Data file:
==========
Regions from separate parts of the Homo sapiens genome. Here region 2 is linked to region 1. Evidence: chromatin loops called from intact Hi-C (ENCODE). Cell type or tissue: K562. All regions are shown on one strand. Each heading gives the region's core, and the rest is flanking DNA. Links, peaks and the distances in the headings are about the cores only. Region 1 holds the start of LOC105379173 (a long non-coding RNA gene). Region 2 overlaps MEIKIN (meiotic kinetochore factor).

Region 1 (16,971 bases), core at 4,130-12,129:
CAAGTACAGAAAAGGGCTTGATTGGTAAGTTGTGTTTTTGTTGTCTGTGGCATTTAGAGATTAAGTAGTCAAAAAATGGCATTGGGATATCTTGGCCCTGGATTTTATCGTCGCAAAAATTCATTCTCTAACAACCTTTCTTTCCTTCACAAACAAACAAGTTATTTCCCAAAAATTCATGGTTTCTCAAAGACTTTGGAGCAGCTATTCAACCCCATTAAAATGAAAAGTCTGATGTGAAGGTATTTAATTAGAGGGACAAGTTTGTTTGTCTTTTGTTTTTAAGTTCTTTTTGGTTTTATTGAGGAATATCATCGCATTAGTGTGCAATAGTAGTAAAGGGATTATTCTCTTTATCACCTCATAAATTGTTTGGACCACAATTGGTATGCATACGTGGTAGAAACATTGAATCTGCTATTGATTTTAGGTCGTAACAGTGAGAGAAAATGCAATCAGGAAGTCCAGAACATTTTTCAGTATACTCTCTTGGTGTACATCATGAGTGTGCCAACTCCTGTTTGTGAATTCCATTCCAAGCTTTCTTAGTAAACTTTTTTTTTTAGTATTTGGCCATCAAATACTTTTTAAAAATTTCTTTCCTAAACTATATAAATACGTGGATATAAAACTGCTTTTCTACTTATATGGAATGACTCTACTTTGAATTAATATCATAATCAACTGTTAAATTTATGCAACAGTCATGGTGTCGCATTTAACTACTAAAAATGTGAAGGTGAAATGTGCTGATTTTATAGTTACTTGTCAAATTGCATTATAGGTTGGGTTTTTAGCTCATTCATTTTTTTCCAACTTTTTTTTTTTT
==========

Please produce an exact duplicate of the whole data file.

Regions from separate parts of the Homo sapiens genome. Here region 2 is linked to region 1. Evidence: chromatin loops called from intact Hi-C (ENCODE). Cell type or tissue: K562. All regions are shown on one strand. Each heading gives the region's core, and the rest is flanking DNA. Links, peaks and the distances in the headings are about the cores only. Region 1 holds the start of LOC105379173 (a long non-coding RNA gene). Region 2 overlaps MEIKIN (meiotic kinetochore factor).

Region 1 (16,971 bases), core at 4,130-12,129:
CAAGTACAGAAAAGGGCTTGATTGGTAAGTTGTGTTTTTGTTGTCTGTGGCATTTAGAGATTAAGTAGTCAAAAAATGGCATTGGGATATCTTGGCCCTGGATTTTATCGTCGCAAAAATTCATTCTCTAACAACCTTTCTTTCCTTCACAAACAAACAAGTTATTTCCCAAAAATTCATGGTTTCTCAAAGACTTTGGAGCAGCTATTCAACCCCATTAAAATGAAAAGTCTGATGTGAAGGTATTTAATTAGAGGGACAAGTTTGTTTGTCTTTTGTTTTTAAGTTCTTTTTGGTTTTATTGAGGAATATCATCGCATTAGTGTGCAATAGTAGTAAAGGGATTATTCTCTTTATCACCTCATAAATTGTTTGGACCACAATTGGTATGCATACGTGGTAGAAACATTGAATCTGCTATTGATTTTAGGTCGTAACAGTGAGAGAAAATGCAATCAGGAAGTCCAGAACATTTTTCAGTATACTCTCTTGGTGTACATCATGAGTGTGCCAACTCCTGTTTGTGAATTCCATTCCAAGCTTTCTTAGTAAACTTTTTTTTTTAGTATTTGGCCATCAAATACTTTTTAAAAATTTCTTTCCTAAACTATATAAATACGTGGATATAAAACTGCTTTTCTACTTATATGGAATGACTCTACTTTGAATTAATATCATAATCAACTGTTAAATTTATGCAACAGTCATGGTGTCGCATTTAACTACTAAAAATGTGAAGGTGAAATGTGCTGATTTTATAGTTACTTGTCAAATTGCATTATAGGTTGGGTTTTTAGCTCATTCATTTTTTTCCAACTTTTTTTTTTTT